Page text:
Casting is always an issue, and I think Romola Garai is good in the title role. She's very good in period drama (I loved her in Daniel Deronda and Vanity Fair ), but there was something lacking in her performance. Perhaps it was the slight modernity of the script, or some of her movements, but I felt jarred slightly. I am very much on the fence over Michael Gambon's performance as Mr Woodhouse. In my opinion, Gambon is a very forceful actor; one is always aware of his presence. In contrast, my view of Mr Woodhouse is rather peripheral. Just a fussy nuisance. Having said that, Gambon does have flashes of whiny genius, so perhaps there is hope.

The biggest casting decision, that seems to be dividing people all over the place is Jonny Lee Miller as Mr Knightley. Is he too young? Is he too handsome? Is he too modern? The answer to all three of these is possibly 'yes', but in actual fact Knightley was only 38, and Jonny is 37, so it's probably his slightly pretty boy looks that have got people's backs up. I have to say that the rapport he has with Emma is fantastic, if a little less brotherly than we are led to expect. It's only the first episode and he's already tearing a hole in Emma's judgement. I can't wait until the picnic (and ooh - Mrs Elton is played by Christina Cole, who played Caroline Bingley in Lost in Austen ... that should be fantastic to watch!).

I am reserving my complete judgement for a while. I like it, and think the main aspects work, but there is something I can't put my finger on that makes me think it's lacking in some way. Is it just that everyone is just a touch too modern to be properly Austenesque? I shall have to watch the second episode ... watch this space!

Tuesday, 6 October 2009

Recap on holiday reading

When the weather is like the picture above (that's a view of St Mark's square from the Grand Canal, Venice, in the biggest rain storm I've ever seen) what's the best thing to do? Yes - read.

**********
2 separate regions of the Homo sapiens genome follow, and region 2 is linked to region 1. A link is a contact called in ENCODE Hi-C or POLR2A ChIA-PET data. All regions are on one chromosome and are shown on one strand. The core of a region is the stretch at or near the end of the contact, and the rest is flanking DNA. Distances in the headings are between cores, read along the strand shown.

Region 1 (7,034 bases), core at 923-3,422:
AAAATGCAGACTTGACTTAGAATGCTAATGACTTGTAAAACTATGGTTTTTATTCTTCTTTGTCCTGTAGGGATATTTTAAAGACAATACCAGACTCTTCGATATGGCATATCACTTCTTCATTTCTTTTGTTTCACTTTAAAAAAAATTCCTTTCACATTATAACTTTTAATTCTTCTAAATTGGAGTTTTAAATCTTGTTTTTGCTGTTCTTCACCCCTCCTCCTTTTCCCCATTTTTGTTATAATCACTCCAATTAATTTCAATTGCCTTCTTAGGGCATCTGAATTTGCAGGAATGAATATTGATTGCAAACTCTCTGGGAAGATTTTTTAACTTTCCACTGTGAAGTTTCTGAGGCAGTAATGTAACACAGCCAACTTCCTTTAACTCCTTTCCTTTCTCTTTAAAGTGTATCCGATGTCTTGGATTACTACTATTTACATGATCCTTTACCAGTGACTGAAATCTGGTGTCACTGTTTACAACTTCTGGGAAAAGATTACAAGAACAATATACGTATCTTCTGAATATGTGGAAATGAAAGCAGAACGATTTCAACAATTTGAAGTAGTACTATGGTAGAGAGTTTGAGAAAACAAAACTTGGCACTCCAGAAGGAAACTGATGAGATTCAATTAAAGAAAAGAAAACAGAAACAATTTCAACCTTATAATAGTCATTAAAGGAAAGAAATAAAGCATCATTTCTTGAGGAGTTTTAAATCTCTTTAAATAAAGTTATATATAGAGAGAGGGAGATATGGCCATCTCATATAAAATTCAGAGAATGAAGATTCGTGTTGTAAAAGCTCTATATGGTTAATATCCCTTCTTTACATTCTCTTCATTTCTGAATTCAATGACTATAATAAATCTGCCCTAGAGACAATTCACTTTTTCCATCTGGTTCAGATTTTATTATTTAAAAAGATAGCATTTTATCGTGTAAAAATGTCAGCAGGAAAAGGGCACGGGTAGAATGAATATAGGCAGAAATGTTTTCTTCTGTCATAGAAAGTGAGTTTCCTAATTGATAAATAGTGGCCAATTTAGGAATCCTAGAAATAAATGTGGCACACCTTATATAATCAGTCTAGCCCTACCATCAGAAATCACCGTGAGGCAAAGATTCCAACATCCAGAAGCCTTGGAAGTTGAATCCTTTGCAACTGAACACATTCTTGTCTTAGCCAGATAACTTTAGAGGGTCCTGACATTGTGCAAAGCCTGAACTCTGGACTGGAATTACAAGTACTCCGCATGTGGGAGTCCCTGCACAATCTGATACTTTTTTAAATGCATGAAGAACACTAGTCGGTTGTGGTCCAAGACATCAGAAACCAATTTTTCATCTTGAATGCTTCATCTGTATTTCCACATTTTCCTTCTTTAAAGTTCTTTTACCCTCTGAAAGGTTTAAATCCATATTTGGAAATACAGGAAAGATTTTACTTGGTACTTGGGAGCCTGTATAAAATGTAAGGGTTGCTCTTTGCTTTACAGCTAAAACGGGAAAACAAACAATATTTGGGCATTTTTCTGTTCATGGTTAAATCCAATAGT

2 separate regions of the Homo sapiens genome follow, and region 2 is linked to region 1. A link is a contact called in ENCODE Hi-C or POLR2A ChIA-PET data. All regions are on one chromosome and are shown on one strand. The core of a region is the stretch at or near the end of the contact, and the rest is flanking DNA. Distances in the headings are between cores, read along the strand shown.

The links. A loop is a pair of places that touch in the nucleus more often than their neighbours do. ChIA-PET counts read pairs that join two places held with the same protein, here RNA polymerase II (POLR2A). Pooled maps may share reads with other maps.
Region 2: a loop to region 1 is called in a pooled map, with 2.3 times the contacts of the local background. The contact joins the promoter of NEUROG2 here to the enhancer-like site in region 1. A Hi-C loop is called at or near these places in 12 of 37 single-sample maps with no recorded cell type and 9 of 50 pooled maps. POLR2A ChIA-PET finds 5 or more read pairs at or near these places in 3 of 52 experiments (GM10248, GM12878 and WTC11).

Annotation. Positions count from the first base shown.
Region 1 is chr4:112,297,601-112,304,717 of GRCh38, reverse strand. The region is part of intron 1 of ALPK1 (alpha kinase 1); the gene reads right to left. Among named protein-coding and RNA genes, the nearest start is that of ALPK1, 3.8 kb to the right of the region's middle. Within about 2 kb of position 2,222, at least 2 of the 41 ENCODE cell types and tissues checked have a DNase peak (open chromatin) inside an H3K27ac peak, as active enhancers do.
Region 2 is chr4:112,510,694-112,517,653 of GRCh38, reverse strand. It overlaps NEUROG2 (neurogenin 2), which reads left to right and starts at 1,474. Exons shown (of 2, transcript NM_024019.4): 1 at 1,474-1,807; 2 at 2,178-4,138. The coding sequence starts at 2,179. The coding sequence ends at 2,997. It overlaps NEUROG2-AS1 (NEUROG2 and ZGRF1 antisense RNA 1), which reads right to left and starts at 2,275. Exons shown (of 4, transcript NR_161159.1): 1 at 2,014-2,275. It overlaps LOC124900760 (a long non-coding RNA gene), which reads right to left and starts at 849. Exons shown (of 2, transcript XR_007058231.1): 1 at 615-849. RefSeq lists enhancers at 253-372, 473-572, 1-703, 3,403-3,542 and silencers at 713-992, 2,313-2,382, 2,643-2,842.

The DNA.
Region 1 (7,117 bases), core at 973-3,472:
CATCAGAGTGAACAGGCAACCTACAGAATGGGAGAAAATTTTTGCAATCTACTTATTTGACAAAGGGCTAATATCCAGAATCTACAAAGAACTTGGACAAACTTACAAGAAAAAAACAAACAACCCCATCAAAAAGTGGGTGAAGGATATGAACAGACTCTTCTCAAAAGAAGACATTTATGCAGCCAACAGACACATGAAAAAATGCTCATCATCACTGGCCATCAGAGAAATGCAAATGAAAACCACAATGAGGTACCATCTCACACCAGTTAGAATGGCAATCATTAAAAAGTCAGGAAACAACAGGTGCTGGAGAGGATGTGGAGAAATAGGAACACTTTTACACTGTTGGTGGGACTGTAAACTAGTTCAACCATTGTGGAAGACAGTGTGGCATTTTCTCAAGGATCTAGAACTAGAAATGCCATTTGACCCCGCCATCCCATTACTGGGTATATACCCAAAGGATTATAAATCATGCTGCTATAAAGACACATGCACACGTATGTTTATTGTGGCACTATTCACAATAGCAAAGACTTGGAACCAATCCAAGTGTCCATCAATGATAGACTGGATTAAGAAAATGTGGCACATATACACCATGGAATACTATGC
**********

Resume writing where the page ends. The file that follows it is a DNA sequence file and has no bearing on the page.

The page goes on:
I think October must be my favourite month to immerse myself in literature. It's so wet, and dull. No late Autumn frosts to encourage you out on a good long stomp, just the tempting sofa on which to curl up.

I've already finished four books in the last week, and my appetite is simply craving more. Here are my favourites from the past few weeks ....

The Glassblowers of Murano by Marina Fiorata
This was one of my holiday reads - indeed in painted a better picture of Venice than the one I was witness to. I honestly think I would've have been drier if I had chosen to swim up the grand canal! Anyway - the book follows the fortune of an immensely talented glass maker, and his descendant who comes to Venice to change her life, and finds more than she ever expected. It's a cleverly woven tale, and the process of glassmaking - so important to Venetian life - is wonderfully depicted.

The Information Officer by Mark Mills
I think Mark Mills' writing style is wonderful. Clear cut, but with just enough mystery around the edges to leave you wondering. I had read 'The Savage Garden' and loved it for it's Italian setting and the way it drew you in. This novel - set on the bomb ravaged island of Malta during WWII - draws you in too, but makes you feel the danger heightened by wartime activities. There were times I could almost
feel the vibrations of the bombs falling. Mills is an author I would recommend to anyone, he has the universal touch.

The Forgotten Garden by Kate Morton
I think I'm a bit late coming to this particular party (but that's fashionable, right?), but I absolutely adored this book. I'm always on the look out for what my Father calls 'a ripping yarn', and I struck gold with this one. Spanning three generations, two of which are hunting for the answer to a young woman's heritage. It rattles along at a great pace, and takes some surprising turns in its quest for the answer. I love the fact that it uses fairy tales to help the plot along, and that the different voices telling the story don't drown each other out. I couldn't put it down - in fact I spent an entire evening in a pub finishing it (300 pages in 3 hours, not too bad going), which goes to prove how captivated I was.

Which leads me onto my next subject .... but that deserves a post of its own. I shall leave you with a view of Lake Garda after the weather had cheered up considerably!